These were 10 moments from May, 2016 that reminded us why baseball is the greatest
We're not even one-third of the way through the season, but it already looks like some division battles will rage all summer long. The biggest lead in the American League is just three games, a number of players are having amazing breakout campaigns and comeback seasons, and the onslaught of this year's rookie class is rushing the Majors.
Just what made our list for the 10 very best moments of May? Read on.
We understand it when baseball players throw their gloves down in frustration after giving up a home run, or snap their bats after striking out. After all, this is their job. And you don't usually applaud the guy calling you out for your use of "reply all."
But when you're Cabrera and have two MVP Awards and four batting titles, you can admit when you're bested. In this case, Jeremy Hellickson got mad props.
Studies have shown that tempers flare more easily when the weather is warmer. Baseball is just the same. After nine managers were ejected in April, 17 got the ol' heave-ho in May.
Though none were as entertaining as Brad Ausmus, who treated his sweatshirt like it was a home plate-cloaking device. The jacket eventually netted $5,000 after it was auctioned off to raise money for the Detroit Tigers Foundation. Not a bad price for a piece of such highly advanced tech.
Joe Mikulik, one of baseball's greatest firebrands, got back in on the act as he showed off his ability to kick and slide, too.
At this rate of manager ejections correlating with summer temperatures, every manager will be suspended for August. Not sure what we'll do then.
We laughed about the Giants' even-year magic. "What a funny coincidence," we'd say, throwing our heads back with open-mouthed laughter. Sure, they may have won it all in 2010, 2012 and 2014, struggling in the odd years in between, but surely that was just some strange luck clustering and not the sign of dark magic at work ... right?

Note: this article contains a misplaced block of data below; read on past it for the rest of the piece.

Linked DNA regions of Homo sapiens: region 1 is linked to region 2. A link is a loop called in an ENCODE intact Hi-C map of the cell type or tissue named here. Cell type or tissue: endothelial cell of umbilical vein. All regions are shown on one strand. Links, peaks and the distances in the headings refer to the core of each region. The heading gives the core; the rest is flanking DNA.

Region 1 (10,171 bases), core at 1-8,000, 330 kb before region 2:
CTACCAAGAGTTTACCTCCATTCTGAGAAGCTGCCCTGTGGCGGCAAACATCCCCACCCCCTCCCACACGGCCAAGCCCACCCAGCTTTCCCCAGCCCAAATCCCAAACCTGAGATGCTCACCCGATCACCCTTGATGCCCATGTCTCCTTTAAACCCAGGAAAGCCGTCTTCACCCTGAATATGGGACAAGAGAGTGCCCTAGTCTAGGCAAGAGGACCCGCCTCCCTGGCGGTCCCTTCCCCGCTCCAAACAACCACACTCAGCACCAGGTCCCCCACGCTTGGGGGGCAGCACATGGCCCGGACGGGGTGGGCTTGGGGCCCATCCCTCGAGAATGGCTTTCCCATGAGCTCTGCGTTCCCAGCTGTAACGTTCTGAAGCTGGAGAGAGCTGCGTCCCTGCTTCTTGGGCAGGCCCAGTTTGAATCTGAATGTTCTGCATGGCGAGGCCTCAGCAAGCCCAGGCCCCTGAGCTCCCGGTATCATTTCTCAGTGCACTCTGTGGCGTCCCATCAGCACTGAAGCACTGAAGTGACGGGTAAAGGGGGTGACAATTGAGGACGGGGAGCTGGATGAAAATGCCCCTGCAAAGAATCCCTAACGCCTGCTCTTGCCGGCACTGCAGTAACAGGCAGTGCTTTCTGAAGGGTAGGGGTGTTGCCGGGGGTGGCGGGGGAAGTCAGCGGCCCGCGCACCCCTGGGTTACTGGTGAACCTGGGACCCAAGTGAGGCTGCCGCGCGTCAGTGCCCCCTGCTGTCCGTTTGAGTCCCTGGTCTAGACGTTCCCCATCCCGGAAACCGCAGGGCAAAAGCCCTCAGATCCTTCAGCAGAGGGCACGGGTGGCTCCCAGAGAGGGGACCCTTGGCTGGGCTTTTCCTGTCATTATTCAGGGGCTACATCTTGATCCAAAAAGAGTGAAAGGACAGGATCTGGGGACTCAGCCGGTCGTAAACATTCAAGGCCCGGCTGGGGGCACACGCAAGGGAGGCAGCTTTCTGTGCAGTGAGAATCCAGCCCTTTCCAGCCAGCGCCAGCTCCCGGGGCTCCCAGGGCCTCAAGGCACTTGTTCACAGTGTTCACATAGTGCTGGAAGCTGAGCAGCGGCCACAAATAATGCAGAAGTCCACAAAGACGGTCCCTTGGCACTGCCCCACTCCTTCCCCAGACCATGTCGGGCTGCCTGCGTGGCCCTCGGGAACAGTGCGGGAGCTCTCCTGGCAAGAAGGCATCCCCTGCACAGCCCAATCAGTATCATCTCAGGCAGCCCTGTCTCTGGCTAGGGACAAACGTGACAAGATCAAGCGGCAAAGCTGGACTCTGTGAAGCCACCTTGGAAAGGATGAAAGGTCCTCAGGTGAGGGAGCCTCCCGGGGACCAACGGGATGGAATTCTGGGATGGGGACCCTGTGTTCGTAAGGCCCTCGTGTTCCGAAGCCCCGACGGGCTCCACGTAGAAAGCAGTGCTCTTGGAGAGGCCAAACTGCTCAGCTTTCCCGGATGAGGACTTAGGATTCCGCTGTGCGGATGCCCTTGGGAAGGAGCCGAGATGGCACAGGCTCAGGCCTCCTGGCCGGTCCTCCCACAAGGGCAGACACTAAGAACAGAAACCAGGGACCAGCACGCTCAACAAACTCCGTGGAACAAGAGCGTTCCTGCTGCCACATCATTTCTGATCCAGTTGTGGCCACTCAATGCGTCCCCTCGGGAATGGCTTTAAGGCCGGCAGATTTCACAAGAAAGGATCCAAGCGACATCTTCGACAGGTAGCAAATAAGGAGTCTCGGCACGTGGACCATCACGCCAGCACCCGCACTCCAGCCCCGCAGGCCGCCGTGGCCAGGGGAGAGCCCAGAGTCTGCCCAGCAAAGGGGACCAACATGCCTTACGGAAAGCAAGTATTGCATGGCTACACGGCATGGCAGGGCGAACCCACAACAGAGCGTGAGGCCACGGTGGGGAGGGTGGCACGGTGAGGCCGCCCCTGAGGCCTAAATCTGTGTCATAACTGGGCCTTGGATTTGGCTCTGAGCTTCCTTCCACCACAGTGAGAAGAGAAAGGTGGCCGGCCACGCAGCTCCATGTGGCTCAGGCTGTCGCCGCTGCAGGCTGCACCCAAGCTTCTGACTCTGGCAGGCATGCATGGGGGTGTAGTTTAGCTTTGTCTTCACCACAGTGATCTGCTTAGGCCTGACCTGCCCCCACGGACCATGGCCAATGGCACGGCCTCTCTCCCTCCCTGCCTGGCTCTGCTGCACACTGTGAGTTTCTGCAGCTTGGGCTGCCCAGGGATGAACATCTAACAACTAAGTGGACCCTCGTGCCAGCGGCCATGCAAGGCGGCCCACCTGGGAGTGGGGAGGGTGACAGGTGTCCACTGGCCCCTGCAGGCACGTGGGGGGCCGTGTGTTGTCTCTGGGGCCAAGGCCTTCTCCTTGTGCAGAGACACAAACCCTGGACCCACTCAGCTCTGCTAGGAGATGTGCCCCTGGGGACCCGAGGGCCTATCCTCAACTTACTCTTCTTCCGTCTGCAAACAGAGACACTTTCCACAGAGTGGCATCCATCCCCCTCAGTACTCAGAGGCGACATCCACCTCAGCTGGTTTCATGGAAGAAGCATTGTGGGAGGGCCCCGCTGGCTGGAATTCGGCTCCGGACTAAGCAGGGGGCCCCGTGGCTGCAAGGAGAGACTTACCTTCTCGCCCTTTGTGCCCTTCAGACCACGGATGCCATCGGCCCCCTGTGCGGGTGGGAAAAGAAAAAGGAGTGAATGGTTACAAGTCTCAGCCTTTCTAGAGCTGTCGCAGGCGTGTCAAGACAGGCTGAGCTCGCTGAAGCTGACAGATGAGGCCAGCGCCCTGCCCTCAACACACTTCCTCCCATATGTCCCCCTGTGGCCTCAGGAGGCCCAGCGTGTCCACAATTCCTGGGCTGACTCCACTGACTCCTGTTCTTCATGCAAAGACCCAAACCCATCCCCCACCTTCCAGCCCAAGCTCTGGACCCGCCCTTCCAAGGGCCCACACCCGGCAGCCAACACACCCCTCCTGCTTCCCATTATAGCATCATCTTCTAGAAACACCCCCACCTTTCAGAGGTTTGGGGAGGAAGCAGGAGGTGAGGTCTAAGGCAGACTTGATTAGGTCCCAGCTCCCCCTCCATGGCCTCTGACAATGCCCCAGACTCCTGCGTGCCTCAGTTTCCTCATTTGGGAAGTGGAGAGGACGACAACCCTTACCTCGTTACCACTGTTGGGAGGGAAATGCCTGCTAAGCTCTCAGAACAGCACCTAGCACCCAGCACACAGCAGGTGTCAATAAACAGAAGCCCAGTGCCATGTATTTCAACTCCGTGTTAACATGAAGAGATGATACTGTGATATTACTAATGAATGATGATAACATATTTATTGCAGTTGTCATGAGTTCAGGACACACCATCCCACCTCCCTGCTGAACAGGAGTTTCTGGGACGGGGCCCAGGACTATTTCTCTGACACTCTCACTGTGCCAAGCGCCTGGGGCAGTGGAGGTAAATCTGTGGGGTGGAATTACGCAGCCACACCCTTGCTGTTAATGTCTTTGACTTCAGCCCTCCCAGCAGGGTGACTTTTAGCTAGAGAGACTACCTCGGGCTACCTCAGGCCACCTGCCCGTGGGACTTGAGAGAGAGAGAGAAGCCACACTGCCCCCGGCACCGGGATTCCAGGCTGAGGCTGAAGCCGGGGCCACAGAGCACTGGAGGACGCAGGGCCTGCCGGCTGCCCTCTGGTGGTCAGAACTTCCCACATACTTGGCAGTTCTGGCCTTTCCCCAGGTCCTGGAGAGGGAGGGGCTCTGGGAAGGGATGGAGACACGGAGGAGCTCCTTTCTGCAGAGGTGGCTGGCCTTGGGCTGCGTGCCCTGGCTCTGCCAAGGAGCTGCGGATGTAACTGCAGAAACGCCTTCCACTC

Maybe we were all wrong.
After a 12-13 April, the Giants came to life in May. The team went 21-8, including an eight-game winning streak and a 15-2 run.
While the offense is strong -- thanks to the core of Buster Posey, Brandon Belt and Hunter Pence -- their strength, just like those older San Francisco teams, is in the rotation. Even if its makeup is a little different.
When Madison Bumgarner isn't homering off Clayton Kershaw or taking part in honest-to-god fables, he has posted a 2.12 ERA. The Giants' offseason signings of Jeff Samardzija and Johnny Cueto have also stepped up to become very early-season Cy Young candidates. The Shark is 7-3 with a 2.84 ERA, while Cueto is 8-1 with a 2.31 mark. Like Samson, the power must be in the hair.
Since last August, Khris Davis has transformed into the other Chris Davis. While he may not hit for much of an average and the whiffs are plentiful, he's become a bonafide home run hitting machine. After hitting 20 home runs in last two months of 2015, he's continued this year with 11 dingers coming in May.
That included a three-homer game capped off with a game-winning grand slam. Which meant it was time to honor that other Bay Area icon, Steph Curry, with the pull-up jumper.
Maybe this was what the Warriors needed when they stopped sinking buckets and were down 3-1 to the Thunder before storming back?
When the Rangers called up Mazara in April, they expected he'd hit the ball hard. After all, he was coming off a season in which he hit .296/.366/.443 between Double- and Triple-A. What they didn't count on was Mazara being even better at the Major League level.
At the end of May, the 21-year-old slugger is hitting .302/.348/.479 with nine home runs. He's hitting fastballs (.377, four home runs), sliders (.391, two home runs), and changeups (.391, two home runs. Yes, exactly the same as against sliders.)